Tom, when I was a Catholic I tried to live a perfect life in my own strength. But, I became frustrated because no matter how hard I tried, I knew that I still fell short. I never had any guarantee of salvation. I just wasn't satisfied with my "good works" despite the fact I obeyed God's commandments, abided by the sacraments, went to confession...etc. Everyone who knew me, thought of me as a nice "Christian" girl. Yet, I knew what was going on in my heart. I didn't have pure motives for anything I did. I tried so hard to get to Heaven by those good deeds----but I discovered, "There is none that does good, no, not one" (Psalm 14:3b; 53:3b; Romans 3:12). Also, "They are all alike corrupt [depraved]" (Psalm 43:3a; 53:3a). The Bible was clearly describing me.


Again, we are totally unable to do genuinely meritorious works sufficient to qualify God's favor. This is why we need Jesus for our salvation. He became a ransom for us. Because the penalty of sin is death; Christ paid that penalty by dying in our place (Matthew 20:28; 1 Timothy 2:6) that we may be saved.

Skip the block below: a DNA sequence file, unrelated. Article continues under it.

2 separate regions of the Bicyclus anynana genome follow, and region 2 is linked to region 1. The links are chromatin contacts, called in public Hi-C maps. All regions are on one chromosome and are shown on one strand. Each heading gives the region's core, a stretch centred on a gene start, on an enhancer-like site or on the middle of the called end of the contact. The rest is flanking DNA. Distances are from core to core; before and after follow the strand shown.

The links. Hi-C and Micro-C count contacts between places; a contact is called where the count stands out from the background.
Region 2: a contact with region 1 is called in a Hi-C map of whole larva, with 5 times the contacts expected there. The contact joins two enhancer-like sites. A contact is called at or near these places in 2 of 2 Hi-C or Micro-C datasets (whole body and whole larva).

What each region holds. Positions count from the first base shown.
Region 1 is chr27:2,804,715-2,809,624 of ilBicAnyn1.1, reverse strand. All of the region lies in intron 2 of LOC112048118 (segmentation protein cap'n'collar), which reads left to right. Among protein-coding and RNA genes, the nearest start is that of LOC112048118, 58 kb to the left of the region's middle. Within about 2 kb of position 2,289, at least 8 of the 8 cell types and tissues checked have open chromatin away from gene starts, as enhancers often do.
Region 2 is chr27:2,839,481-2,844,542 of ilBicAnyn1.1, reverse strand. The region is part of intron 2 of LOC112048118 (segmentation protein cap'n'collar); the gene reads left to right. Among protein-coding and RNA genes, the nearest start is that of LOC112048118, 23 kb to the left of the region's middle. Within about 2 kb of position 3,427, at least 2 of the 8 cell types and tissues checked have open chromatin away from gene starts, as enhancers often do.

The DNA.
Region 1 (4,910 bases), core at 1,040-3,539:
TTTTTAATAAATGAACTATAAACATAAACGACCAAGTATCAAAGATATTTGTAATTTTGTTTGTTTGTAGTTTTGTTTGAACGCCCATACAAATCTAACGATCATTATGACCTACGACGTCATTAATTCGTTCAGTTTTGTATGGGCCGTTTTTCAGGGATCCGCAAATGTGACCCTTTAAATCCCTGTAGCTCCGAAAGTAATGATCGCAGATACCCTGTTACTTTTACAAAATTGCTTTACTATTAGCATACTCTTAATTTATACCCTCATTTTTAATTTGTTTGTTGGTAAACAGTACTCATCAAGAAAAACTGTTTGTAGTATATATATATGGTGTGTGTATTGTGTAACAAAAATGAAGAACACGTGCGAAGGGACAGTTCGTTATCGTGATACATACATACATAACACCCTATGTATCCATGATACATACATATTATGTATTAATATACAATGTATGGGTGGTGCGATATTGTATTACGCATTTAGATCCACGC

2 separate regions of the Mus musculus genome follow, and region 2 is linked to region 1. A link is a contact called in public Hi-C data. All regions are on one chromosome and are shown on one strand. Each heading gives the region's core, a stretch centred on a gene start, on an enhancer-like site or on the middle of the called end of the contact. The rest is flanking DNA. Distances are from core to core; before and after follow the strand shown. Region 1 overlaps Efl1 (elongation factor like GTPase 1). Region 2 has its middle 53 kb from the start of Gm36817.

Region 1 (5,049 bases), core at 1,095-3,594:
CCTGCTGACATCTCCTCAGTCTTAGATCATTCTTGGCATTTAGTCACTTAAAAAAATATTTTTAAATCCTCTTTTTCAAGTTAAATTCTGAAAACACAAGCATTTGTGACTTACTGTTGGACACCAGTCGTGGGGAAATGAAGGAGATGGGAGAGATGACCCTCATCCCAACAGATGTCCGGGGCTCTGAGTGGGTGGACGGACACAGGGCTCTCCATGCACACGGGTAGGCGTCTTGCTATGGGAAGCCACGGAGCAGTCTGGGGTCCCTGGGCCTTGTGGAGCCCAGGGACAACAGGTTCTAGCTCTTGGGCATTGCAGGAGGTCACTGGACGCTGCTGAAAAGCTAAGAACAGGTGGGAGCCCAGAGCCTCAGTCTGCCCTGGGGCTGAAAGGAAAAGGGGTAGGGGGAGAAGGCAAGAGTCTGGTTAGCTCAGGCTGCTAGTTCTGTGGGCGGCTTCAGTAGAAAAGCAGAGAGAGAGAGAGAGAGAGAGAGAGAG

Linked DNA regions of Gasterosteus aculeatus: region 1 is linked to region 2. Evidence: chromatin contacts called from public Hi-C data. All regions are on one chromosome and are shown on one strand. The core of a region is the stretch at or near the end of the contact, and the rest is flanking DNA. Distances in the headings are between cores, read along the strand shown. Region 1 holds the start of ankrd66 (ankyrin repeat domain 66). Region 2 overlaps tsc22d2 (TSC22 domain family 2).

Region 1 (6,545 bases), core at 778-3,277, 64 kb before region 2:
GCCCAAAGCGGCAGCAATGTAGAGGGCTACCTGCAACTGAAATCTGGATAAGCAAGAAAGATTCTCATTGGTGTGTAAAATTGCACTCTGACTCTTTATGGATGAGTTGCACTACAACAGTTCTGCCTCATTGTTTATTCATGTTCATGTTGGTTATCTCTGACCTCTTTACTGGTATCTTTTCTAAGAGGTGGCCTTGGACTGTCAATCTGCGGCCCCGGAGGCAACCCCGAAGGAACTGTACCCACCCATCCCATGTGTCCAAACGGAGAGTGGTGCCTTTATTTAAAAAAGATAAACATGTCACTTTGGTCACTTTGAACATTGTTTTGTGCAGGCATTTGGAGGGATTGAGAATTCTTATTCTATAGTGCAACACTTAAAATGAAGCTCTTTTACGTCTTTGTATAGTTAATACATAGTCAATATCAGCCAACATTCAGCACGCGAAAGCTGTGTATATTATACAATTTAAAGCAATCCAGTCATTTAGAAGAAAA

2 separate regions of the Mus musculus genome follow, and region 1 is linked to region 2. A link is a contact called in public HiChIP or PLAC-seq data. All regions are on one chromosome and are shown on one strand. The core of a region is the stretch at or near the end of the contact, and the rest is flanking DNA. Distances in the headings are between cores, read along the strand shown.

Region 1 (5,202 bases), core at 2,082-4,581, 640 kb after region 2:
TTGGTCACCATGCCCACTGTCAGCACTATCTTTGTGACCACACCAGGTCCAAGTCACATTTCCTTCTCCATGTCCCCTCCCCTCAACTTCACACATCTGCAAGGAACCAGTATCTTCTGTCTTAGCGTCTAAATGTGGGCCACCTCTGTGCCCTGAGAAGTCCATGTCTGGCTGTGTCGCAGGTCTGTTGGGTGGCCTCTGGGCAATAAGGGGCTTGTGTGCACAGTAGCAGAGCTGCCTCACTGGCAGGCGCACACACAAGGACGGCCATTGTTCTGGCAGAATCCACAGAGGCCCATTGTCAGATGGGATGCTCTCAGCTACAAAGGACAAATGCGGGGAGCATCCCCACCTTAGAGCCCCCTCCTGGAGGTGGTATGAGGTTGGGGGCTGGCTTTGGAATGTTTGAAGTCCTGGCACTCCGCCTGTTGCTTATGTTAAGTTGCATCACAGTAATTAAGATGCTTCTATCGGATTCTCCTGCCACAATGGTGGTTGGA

If we rely upon our own goodness as a way to help us get saved, then Christ died needlessly (Galatians 2:21). He was tortured, He bled, He suffered in vain, if His death doesn't satisfy the penalty of sin. But, according to Jesus, His death does satisfy. It does complete our salvation. He Himself said, "It is finished!" (John 19:30). To those who embrace His grace, and believe by faith in Him alone (and nothing or no one else), then Christ's sacrifice makes His righteousness available to us (Philippians 3:9) and makes our salvation complete.


REPENTANCE:


There are forms of REGRET over one's wrongdoing which are based upon wrong motivations. One form of regret may be motivated by a little more than selfishness. If we have sinned and the consequences are unpleasant, we may well regret what we have done. But that is not true repentance.


REAL repentance is sorrow for one's sin because of the wrong done to God and the hurt inflicted upon Him. This godly sorrow is accompanied by a genuine desire to abandon that sin. In the case of true repentance, there is regret over the sin even if the sinner has not suffered any unfortunate personal effects because of it.


The Bible's repeated emphasis upon the necessity of repentance is an incontrovertible argument against what [some call] "cheap grace" or "easy believism." It is not enough simply to believe in Jesus and accept the offer of grace; there must be a real alteration of the inner person. The true born-again believer will not habitually sin (sin as a regular way of life).


It is important to note that good works do not CAUSE salvation, they are a RESULT of salvation. The difference is crucial. The Bible says we cannot get to heaven by trying to be good because we can never reach God's perfect standard. Yet a true believer will lead a righteous life, not because he is trying to earn heaven–which is impossible–but because He has been changed on the inside by God Himself.